The mystical ruins of Machu Picchu are not the last undiscovered treasure in Peru. Lynn Langway reports from the Manu Biosphere Preserve, an unspoiled wilderness in the Southeastern Amazon basin that neither the Incas nor the Spanish ever conquered—and most travelers still miss.
The red howler monkeys had barely finished roaring at the dawn when our dugout canoe beached on the shore of the Madre de Dios River. Trooping silently along the jungle trail behind our guide we listened to the rising cacophony of cackles, whistles, and squawks. And then, climbing the stairs to a treetop pavilion, we witnessed the singular spectacle that had lured us to this remote place: brilliant red-and- green macaws by the score, swooping into view from every side, their wings flashing azure. Soon they were joined on the branches by a rainbow of parrots, all preening and squabbling and scanning for predators on the clay bank below.
By 7 a.m., the bravest began to descend to the dry riverbank: big macaws first, followed by dozens of small blue-headed parrots, who crammed into a crevice like commuters on a rush-hour train. By 7:30, my husband and I were enjoying breakfast with more than 200 magnificent birds. (We had the whole wheat toast and elderberry preserves; they had the mineral-packed clay—a natural antidote to toxins in their food.)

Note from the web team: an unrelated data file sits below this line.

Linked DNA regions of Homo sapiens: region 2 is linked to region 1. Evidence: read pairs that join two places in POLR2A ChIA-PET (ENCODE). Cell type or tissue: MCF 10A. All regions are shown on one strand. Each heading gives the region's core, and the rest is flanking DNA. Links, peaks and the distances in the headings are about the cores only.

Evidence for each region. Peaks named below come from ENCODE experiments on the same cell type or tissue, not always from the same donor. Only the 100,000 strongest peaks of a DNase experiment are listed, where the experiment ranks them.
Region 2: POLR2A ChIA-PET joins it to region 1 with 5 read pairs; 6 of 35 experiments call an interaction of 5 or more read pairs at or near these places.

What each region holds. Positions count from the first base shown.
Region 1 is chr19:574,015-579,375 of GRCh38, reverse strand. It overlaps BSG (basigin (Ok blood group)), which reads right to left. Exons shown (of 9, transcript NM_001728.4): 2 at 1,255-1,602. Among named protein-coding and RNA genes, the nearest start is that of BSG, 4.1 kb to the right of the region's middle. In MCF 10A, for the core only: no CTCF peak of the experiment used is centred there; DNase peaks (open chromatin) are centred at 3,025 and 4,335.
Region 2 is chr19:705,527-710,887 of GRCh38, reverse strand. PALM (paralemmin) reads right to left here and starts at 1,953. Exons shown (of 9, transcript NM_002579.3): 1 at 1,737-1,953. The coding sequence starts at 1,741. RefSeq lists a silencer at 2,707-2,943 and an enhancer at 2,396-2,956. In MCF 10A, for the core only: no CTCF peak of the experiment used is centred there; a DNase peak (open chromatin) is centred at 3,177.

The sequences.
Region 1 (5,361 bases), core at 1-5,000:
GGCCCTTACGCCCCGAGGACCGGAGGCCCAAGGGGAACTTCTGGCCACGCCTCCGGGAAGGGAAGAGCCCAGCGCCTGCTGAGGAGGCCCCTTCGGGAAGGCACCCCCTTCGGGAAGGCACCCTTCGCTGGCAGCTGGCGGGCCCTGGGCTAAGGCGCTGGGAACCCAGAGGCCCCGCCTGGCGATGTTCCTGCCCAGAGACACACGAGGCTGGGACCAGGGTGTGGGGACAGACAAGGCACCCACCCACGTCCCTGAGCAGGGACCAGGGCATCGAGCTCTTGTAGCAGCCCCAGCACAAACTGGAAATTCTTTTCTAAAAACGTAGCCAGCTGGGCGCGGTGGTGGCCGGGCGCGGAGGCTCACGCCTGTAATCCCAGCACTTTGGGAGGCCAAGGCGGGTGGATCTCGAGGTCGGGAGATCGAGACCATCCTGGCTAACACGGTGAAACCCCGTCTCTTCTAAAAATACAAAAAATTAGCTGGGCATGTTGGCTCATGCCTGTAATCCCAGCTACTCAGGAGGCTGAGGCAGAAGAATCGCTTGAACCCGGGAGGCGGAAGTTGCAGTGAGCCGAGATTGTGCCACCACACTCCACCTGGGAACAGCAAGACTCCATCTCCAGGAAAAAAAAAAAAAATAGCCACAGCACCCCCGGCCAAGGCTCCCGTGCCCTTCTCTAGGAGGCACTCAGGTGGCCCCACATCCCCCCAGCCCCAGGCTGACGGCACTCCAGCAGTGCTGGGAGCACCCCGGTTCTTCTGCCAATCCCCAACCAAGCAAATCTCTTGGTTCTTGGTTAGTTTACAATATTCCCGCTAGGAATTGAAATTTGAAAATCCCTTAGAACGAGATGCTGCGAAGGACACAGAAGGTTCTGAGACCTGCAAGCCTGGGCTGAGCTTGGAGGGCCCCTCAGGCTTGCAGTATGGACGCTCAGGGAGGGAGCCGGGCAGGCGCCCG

An hour later, the birds had flown. But we never ran out of fascinating wildlife to watch in this natural wonderland of 7,300 square miles, roughly the size of New Jersey. UNESCO declared Manu a World Heritage Site in 1987, proclaiming that its biological diversity “exceeds that of any other place on earth.” In this varied terrain—ranging from Andean lakes to highland cloud forests to lowland jungle—you can find up to 1,000 species of birds, more than 1,300 butterflies, and 200 exotic mammals—including 13 species of monkeys.
But you will not see crowds; tourism officials estimate that only about 6,000 people visit in a year. The Peruvian government restricts access to the national park and surrounding preserves, reserving some sections for native tribes or scientific researchers, and requiring that tourists come with a licensed tour operator and guide (Map).
Manu is also tricky to reach. Although it lies only 53 miles northeast of Cusco as the macaw flies, there’s currently no local air service or direct roads; the trip by van and boat can take 7 hours or more